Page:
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PR: Let's Dump the Smoke and Mirrors

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Author: Robert A. Kelly

O.K., press releases, broadcast plugs, special events and brochures help business, non-profit, government agency and association managers move a message from here to there. And that's an important and useful function, but that's all they are.

Communications tactics by themselves are not the high-impact PR action plan those managers need if they are to experience the best public relations has to offer.

That action plan will call for them to do something about the behaviors of those important outside audiences that most affect their operation; create the kind of external stakeholder behavior change that leads directly to achieving their managerial objectives; and do so by persuading those key outside folks to their way of thinking by helping move them to take actions that allow their department, group, division or subsidiary succeed.

What, you may ask, is going on here? Well, you're preparing to do something positive about the behaviors of the very outside audiences of yours that MOST affect your operation.

It is then - absent any smoke and mirrors - that PR actually creates the kind of external stakeholder behavior change that leads directly to achieving your most important managerial objectives. And what sweeter music can there be for a professional manager?

Managers like that really need a public relations game plan if they are to get all their team members and organizational colleagues working towards the same external stakeholder behaviors.

While public relations plans vary all over the map, here's one that can keep a manager's public relations effort "on message:" people act on their own perception of the facts before them, which leads to predictable behaviors about which something can be done. When we create, change or reinforce that opinion by reaching, persuading and moving-to-desired-action the very people whose behaviors affect the organization the most, the public relations mission is accomplished.

The only thing that really satisfies are results, so this is what a manager might expect when he or she approaches PR this way: improved relations with government agencies and legislative bodies; a rebound in showroom visits; membership applications on the rise; new thoughtleader and special event contacts; capital givers or specifying sources looking your way; new proposals for strategic alliances and joint ventures; fresh community service and sponsorship opportunities; prospects starting to work with you; customers making repeat purchases; and even stronger relationships with the educational, labor, financial and healthcare communities.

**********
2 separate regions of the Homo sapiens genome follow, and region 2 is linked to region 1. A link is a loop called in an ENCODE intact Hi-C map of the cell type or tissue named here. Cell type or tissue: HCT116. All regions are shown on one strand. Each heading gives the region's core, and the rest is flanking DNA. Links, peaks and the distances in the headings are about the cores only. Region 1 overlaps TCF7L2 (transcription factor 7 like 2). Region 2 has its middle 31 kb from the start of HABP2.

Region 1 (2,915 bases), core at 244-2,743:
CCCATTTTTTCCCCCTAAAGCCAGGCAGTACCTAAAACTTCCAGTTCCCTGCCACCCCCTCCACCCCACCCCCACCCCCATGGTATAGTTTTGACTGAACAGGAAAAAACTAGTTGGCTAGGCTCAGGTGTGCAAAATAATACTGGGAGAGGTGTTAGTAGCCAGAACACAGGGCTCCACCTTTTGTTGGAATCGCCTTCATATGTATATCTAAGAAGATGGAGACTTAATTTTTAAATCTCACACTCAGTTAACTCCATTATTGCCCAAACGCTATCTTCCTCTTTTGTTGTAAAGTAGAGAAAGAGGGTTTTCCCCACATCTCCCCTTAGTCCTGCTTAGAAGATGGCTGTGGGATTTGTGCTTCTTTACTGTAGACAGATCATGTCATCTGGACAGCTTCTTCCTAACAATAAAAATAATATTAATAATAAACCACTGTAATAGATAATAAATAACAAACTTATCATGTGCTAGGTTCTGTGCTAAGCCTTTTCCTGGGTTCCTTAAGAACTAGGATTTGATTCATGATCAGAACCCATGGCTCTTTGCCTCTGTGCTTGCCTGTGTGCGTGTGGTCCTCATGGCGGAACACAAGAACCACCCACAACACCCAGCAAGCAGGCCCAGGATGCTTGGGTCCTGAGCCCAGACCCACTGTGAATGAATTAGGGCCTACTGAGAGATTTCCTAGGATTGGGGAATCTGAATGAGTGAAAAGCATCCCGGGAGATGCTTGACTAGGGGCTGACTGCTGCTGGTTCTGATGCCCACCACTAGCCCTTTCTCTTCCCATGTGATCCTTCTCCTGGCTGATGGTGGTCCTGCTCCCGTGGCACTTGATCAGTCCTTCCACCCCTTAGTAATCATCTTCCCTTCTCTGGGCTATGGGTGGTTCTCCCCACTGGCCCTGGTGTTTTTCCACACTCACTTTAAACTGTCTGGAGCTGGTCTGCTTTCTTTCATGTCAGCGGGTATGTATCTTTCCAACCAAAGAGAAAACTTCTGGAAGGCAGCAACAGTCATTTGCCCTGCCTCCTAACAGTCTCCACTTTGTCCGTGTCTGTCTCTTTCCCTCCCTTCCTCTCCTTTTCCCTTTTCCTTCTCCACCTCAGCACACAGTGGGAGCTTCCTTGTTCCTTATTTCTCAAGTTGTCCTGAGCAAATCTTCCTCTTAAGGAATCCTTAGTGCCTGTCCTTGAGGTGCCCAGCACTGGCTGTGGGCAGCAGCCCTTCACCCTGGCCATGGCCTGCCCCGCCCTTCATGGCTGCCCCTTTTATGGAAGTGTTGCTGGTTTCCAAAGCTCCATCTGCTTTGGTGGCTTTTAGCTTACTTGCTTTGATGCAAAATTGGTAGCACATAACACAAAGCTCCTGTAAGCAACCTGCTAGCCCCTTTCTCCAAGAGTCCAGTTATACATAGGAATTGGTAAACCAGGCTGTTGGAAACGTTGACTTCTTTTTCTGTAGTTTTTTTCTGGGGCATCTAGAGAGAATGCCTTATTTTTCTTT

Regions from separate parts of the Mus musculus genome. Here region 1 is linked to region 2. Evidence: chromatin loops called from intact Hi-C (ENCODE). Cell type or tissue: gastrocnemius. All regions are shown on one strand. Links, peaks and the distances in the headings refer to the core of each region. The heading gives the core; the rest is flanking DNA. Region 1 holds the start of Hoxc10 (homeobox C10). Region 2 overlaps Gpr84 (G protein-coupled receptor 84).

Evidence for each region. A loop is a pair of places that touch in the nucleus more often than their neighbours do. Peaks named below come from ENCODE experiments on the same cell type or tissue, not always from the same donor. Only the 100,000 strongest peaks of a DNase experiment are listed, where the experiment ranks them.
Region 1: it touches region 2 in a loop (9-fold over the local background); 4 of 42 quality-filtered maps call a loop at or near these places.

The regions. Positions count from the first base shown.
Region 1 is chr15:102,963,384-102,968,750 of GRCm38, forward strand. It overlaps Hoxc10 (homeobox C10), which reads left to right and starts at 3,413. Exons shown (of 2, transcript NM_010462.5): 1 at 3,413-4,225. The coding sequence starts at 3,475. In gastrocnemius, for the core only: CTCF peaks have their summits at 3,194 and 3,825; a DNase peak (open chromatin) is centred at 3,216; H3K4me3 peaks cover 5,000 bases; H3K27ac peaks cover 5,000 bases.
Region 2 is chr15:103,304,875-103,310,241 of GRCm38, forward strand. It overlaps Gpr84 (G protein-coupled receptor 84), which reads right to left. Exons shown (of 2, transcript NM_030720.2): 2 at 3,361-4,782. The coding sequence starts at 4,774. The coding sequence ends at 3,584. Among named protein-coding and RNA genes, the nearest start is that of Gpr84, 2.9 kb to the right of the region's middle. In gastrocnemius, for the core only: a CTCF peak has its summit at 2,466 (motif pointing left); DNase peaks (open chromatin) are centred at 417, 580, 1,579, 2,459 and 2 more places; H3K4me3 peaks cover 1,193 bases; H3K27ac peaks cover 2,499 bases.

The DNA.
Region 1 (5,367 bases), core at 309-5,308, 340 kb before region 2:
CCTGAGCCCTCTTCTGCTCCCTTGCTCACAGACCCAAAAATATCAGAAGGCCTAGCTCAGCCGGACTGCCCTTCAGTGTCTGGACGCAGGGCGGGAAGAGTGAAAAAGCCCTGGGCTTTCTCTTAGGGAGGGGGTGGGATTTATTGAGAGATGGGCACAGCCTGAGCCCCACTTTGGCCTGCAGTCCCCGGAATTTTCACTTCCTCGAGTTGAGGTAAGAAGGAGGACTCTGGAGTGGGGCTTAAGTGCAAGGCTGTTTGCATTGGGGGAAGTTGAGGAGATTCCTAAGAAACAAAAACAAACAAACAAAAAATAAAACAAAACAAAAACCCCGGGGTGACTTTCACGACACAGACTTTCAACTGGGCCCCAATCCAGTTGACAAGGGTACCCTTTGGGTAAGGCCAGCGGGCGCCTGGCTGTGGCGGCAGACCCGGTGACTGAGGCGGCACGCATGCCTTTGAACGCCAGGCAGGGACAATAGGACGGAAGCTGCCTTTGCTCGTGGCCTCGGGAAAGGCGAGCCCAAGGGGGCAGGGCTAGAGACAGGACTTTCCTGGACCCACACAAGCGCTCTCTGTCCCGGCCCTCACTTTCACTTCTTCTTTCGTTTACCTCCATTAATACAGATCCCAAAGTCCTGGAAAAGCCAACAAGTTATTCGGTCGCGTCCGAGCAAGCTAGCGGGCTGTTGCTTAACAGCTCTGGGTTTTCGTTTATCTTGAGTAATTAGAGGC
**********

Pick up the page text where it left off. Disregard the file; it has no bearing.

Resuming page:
Your strongest public relations tool will prove to be of the utmost importance. Will you use your regular public relations staff? People assigned to you from a higher authority? Or might it be PR agency staff? No matter, they must be committed to you as the senior project manager, and to the PR blueprint starting with key audience perception monitoring.

And by all means, take as much time as needed to satisfy yourself that team members really believe that it's crucially important to know how your most important outside audiences perceive your operations, products or services. Be certain they buy the reality that perceptions almost always lead to behaviors that can help or hurt your unit.

Be sure to confide in your PR people by going over the blueprint with them, in particular your plan for monitoring and gathering perceptions by questioning members of your most important outside audiences. Questions like these: how much do you know about our organization? Have you had prior contact with us and were you pleased with the exchange? How much do you know about our services or products and employees? Have you experienced problems with our people or procedures?

Among your options at this point is the use of professional survey counsel for the perception monitoring phases of your program. But your PR people are also in the perception and behavior business and can pursue the same objective: identify untruths, false assumptions, unfounded rumors, inaccuracies, misconceptions and any other negative perception that might translate into hurtful behaviors.